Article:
IRS Releases Information Letter on Returning HSA Contributions to an Employer

Generally, a person’s interest in a Health Savings Account (HSA) is nonforfeitable. However, in the past, the Internal Revenue Service’s Notice 2008-59 described limited circumstances under which an employer may recoup contributions made to an employee’s HSA.

The Internal Revenue Service (IRS) recently released Information Letter 2019-0033 (Letter), clarifying that IRS Notice 2008-59 was not intended to provide an exclusive set of circumstances in which an employer can recoup contributions made to an HSA. If there is clear evidence of an administrative or process error, an employer may request that the contributions it made to an employee’s HSA be returned. This correction should put the employer and employee in the same position that they would have been in if the error had not occurred. 

The Letter lists the following examples of when an employer may recoup HSA contributions:

  • An amount withheld and deposited in an employee’s HSA for a pay period is greater than the amount shown on the employee’s HSA salary reduction election.

  • An employee receives an employer contribution that the employer did not intend to contribute but the amount was transmitted because an incorrect spreadsheet is accessed or because employees with similar names are confused with each other.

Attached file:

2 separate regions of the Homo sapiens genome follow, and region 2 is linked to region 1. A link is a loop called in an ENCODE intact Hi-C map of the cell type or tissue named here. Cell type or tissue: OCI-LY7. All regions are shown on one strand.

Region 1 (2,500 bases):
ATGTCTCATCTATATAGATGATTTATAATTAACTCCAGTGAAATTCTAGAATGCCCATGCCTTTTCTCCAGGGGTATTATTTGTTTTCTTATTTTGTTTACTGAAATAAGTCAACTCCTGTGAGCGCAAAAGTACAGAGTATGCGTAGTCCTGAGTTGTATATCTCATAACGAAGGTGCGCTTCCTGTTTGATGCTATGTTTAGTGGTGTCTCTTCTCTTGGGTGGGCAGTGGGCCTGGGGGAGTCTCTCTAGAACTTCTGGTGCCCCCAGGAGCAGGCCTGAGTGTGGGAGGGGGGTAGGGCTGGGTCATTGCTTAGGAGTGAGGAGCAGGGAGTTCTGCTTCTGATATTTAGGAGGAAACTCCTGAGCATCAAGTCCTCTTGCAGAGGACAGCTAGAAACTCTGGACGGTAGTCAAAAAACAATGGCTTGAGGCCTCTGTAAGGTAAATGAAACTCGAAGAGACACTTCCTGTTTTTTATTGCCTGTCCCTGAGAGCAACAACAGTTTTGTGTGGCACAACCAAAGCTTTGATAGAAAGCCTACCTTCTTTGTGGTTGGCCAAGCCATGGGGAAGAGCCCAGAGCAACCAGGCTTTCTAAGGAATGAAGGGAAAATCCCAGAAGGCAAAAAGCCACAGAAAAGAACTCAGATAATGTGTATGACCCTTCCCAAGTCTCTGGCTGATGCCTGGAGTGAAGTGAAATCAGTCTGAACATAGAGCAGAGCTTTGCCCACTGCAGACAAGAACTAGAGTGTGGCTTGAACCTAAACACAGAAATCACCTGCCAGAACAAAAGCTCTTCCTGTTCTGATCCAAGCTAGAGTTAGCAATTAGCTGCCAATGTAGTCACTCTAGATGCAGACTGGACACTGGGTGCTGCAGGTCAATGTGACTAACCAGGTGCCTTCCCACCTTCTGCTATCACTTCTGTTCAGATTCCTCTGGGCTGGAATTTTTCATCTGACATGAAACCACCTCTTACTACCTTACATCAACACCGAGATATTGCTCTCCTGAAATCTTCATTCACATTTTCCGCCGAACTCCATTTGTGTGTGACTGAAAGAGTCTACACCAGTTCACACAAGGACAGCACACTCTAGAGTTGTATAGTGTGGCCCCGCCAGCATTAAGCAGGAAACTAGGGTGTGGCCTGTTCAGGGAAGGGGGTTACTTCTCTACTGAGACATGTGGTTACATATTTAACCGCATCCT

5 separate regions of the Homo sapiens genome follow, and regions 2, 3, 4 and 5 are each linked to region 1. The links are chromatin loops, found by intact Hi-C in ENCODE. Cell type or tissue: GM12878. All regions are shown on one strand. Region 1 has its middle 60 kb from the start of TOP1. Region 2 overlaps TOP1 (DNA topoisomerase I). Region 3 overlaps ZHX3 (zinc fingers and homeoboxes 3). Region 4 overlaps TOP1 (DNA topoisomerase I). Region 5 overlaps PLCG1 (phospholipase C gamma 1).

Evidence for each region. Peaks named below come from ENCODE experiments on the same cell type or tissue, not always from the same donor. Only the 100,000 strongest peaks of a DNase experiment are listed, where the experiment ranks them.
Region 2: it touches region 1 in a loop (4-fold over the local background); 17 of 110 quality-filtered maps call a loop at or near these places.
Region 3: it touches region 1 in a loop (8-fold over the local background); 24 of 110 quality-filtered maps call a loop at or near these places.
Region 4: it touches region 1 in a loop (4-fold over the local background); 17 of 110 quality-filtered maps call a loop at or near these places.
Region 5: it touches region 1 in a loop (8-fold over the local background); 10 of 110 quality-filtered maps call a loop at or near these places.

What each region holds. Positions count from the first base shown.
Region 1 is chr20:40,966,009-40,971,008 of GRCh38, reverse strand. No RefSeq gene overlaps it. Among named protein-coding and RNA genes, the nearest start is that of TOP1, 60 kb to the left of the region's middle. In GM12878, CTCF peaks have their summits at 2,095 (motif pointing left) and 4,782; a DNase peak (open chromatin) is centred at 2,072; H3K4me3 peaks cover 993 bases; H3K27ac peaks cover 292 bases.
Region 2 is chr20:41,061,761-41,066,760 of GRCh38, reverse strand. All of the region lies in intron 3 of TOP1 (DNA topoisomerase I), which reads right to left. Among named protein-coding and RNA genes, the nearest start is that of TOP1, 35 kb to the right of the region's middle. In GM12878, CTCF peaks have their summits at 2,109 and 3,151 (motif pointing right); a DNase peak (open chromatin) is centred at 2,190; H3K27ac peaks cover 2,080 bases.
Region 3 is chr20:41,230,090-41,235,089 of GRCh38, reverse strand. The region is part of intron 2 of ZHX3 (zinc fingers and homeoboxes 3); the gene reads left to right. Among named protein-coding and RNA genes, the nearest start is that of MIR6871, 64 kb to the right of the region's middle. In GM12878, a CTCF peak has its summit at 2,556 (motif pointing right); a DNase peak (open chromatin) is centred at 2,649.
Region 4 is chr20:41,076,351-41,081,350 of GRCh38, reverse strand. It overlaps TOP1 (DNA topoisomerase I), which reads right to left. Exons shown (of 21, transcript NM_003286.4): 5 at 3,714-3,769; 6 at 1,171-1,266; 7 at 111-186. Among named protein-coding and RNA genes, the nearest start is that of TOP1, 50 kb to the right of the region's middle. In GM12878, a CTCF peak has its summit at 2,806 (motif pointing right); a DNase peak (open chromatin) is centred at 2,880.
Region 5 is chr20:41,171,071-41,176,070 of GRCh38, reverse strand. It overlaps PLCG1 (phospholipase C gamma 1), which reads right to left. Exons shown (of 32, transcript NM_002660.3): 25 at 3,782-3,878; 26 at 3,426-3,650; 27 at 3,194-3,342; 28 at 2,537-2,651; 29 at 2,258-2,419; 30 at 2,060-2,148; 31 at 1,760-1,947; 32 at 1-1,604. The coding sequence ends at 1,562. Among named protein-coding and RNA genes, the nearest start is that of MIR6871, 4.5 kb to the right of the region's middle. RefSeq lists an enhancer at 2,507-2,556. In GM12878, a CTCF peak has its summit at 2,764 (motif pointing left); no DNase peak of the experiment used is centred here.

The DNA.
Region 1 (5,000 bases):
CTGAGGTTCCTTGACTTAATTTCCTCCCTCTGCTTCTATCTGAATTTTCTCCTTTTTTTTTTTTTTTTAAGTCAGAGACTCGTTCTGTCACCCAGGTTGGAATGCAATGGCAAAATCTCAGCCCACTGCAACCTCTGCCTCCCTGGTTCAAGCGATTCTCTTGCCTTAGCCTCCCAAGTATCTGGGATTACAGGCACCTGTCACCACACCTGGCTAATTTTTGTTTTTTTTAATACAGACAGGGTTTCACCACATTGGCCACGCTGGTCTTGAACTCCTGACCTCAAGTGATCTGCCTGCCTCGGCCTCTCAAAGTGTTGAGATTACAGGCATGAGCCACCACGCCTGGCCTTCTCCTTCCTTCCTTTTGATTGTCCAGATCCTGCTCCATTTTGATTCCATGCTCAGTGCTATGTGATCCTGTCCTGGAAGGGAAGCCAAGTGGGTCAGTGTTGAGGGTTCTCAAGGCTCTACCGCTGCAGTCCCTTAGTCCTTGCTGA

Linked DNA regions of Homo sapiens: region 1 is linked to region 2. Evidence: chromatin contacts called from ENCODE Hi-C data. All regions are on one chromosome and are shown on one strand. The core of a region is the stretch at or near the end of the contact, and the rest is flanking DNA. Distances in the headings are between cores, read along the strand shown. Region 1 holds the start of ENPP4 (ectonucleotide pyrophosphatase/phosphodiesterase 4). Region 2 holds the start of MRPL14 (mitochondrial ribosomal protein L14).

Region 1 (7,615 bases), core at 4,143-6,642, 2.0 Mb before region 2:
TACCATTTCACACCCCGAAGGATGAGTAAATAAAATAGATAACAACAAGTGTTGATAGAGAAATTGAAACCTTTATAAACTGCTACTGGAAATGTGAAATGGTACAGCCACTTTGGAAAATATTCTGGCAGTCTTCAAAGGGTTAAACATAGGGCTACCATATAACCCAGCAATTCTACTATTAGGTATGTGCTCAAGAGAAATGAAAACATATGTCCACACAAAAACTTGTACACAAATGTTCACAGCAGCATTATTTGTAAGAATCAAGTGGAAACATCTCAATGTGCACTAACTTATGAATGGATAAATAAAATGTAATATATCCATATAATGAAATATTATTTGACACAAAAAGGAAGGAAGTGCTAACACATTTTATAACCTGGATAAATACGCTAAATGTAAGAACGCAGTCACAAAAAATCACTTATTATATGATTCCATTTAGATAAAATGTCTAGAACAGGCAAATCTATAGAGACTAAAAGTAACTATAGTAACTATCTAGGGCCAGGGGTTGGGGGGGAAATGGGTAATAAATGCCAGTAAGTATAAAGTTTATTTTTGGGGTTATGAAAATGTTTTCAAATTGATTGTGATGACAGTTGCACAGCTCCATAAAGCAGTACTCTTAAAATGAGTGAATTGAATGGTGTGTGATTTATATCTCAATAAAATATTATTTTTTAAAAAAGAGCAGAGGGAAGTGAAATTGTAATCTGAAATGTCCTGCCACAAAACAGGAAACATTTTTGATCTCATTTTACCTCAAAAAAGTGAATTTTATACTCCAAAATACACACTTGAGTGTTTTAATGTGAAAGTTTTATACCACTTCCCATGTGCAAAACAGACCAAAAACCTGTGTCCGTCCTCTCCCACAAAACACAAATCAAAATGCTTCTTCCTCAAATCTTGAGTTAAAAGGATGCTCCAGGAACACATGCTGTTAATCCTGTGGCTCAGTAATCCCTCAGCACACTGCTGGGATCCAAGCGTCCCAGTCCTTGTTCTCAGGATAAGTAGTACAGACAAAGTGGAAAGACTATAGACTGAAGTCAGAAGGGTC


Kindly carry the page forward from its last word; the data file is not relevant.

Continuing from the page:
• An employee receives an incorrect HSA contribution because it is incorrectly entered by a payroll administrator (whether in-house or third-party) causing the incorrect amount to be withheld and contributed.

  • An employee receives a second HSA contribution because duplicate payroll files are transmitted.

  • An employee receives as an incorrect HSA contribution because a change in employee payroll elections is not processed timely so that amounts withheld and contributed are greater than (or less than) the employee elected.

  • An employee receives an incorrect HSA contribution because an HSA contribution amount is calculated incorrectly, such as a case in which an employee elects a total amount for the year that is allocated by the system over an incorrect number of pay periods.

  • An employee receives an incorrect HSA contribution because the decimal position is set incorrectly resulting in a contribution greater than intended.

Originally posted on UBABenefits.com